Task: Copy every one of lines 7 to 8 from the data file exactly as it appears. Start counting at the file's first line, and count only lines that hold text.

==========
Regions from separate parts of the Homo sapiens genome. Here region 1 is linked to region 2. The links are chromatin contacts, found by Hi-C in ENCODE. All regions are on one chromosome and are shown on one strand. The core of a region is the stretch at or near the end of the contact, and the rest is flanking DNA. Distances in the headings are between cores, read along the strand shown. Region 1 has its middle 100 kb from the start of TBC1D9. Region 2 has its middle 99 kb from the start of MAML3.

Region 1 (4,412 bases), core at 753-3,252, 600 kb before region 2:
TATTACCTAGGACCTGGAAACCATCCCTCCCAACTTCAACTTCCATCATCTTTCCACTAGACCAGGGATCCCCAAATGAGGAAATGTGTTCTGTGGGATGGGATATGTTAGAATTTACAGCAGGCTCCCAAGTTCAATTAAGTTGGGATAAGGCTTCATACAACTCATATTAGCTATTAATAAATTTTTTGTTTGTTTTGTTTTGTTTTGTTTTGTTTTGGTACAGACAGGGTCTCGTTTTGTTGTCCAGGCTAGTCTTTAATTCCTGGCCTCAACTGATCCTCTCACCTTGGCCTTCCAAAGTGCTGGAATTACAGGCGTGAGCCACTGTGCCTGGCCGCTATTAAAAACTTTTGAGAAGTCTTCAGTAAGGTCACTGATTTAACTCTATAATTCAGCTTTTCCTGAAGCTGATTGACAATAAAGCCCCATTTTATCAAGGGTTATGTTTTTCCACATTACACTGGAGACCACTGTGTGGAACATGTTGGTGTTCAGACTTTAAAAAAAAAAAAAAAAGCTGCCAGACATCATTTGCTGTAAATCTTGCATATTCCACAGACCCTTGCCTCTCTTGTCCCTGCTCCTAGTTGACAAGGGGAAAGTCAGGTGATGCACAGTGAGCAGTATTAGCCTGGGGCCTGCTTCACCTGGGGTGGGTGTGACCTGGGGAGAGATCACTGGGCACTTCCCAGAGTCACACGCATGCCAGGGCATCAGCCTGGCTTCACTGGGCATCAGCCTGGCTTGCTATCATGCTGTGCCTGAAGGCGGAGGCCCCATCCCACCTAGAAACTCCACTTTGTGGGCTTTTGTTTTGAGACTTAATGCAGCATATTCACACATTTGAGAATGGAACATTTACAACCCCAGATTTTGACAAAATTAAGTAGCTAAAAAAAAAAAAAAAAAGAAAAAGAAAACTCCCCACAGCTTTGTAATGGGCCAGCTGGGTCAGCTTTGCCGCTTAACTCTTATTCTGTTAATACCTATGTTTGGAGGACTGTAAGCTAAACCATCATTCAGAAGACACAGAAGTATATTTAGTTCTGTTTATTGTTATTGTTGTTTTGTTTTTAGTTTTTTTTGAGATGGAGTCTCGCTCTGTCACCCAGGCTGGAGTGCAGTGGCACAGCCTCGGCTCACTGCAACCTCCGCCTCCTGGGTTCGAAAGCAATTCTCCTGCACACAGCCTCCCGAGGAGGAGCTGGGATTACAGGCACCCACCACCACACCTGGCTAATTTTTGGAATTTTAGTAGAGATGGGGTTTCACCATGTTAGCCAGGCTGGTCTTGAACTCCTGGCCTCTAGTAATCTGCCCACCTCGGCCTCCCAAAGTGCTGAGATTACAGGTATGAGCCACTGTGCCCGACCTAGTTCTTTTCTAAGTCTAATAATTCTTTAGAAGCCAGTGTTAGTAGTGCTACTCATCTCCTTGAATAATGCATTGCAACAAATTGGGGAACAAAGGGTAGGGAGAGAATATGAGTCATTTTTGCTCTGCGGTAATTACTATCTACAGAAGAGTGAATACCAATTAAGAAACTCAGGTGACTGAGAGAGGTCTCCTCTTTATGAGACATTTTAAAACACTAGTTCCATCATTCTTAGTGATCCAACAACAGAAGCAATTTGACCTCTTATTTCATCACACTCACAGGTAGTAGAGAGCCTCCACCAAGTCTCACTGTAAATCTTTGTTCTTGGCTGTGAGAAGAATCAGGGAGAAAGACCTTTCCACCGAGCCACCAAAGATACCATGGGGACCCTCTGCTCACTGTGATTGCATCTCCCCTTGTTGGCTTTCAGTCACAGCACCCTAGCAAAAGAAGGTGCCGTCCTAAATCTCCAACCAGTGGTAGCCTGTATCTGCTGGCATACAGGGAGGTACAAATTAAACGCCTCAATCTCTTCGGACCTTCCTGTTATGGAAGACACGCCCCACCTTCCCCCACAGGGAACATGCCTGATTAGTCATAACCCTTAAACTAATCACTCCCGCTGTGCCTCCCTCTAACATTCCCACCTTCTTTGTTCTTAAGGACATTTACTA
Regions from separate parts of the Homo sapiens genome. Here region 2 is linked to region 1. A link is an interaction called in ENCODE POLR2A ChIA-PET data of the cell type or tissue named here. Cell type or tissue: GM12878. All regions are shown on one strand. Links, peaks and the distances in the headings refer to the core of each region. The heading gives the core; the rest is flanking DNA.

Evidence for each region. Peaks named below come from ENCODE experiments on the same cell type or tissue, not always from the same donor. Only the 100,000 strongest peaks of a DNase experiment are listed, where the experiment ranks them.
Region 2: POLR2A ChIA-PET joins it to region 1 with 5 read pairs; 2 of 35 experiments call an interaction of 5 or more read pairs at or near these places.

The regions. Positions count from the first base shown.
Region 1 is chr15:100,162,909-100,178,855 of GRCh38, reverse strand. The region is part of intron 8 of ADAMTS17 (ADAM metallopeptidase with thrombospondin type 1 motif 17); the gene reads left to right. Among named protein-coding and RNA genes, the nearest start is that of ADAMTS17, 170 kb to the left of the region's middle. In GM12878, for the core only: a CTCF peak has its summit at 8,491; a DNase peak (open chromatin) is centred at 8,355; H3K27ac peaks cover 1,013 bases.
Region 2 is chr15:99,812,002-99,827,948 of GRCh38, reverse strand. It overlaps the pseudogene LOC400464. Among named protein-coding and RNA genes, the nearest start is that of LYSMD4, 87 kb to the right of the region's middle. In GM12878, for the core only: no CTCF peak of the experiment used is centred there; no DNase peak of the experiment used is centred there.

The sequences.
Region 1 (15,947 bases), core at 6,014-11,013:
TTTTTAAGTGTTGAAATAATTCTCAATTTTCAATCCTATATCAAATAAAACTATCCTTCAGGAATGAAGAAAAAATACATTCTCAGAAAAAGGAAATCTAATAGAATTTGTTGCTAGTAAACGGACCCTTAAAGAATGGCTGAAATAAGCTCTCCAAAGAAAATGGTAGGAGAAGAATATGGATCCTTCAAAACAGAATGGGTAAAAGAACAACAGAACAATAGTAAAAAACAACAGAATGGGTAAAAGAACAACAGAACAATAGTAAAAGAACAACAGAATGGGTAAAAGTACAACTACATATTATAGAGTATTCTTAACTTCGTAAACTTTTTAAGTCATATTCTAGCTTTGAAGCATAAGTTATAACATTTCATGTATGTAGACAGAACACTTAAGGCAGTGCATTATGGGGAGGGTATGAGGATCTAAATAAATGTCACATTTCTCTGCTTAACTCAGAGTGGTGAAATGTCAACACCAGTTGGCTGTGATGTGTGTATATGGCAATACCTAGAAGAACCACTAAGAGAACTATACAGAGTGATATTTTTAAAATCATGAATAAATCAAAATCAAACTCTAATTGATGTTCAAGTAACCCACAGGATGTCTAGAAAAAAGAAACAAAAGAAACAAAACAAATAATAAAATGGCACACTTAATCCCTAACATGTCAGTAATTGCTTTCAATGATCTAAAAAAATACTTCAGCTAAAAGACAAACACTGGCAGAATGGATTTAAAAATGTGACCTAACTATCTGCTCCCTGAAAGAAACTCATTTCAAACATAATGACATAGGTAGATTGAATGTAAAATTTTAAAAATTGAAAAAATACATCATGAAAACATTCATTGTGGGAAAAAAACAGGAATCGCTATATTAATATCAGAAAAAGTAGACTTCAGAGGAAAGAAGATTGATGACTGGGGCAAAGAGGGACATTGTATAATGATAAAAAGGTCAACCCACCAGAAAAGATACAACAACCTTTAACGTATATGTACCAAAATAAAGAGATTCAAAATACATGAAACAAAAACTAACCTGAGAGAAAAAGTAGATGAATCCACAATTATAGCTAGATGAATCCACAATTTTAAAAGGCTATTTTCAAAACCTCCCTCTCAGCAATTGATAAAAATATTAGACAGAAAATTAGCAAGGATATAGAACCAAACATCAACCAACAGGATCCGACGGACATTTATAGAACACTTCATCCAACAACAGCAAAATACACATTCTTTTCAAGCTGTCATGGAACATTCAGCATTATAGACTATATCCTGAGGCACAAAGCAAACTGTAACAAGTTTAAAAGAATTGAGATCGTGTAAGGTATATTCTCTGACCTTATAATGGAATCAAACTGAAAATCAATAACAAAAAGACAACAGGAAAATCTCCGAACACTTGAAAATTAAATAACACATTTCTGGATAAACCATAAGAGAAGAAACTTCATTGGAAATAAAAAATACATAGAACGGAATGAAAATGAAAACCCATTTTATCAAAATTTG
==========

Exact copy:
The regions. Positions count from the first base shown.
Region 1 is chr15:100,162,909-100,178,855 of GRCh38, reverse strand. The region is part of intron 8 of ADAMTS17 (ADAM metallopeptidase with thrombospondin type 1 motif 17); the gene reads left to right. Among named protein-coding and RNA genes, the nearest start is that of ADAMTS17, 170 kb to the left of the region's middle. In GM12878, for the core only: a CTCF peak has its summit at 8,491; a DNase peak (open chromatin) is centred at 8,355; H3K27ac peaks cover 1,013 bases.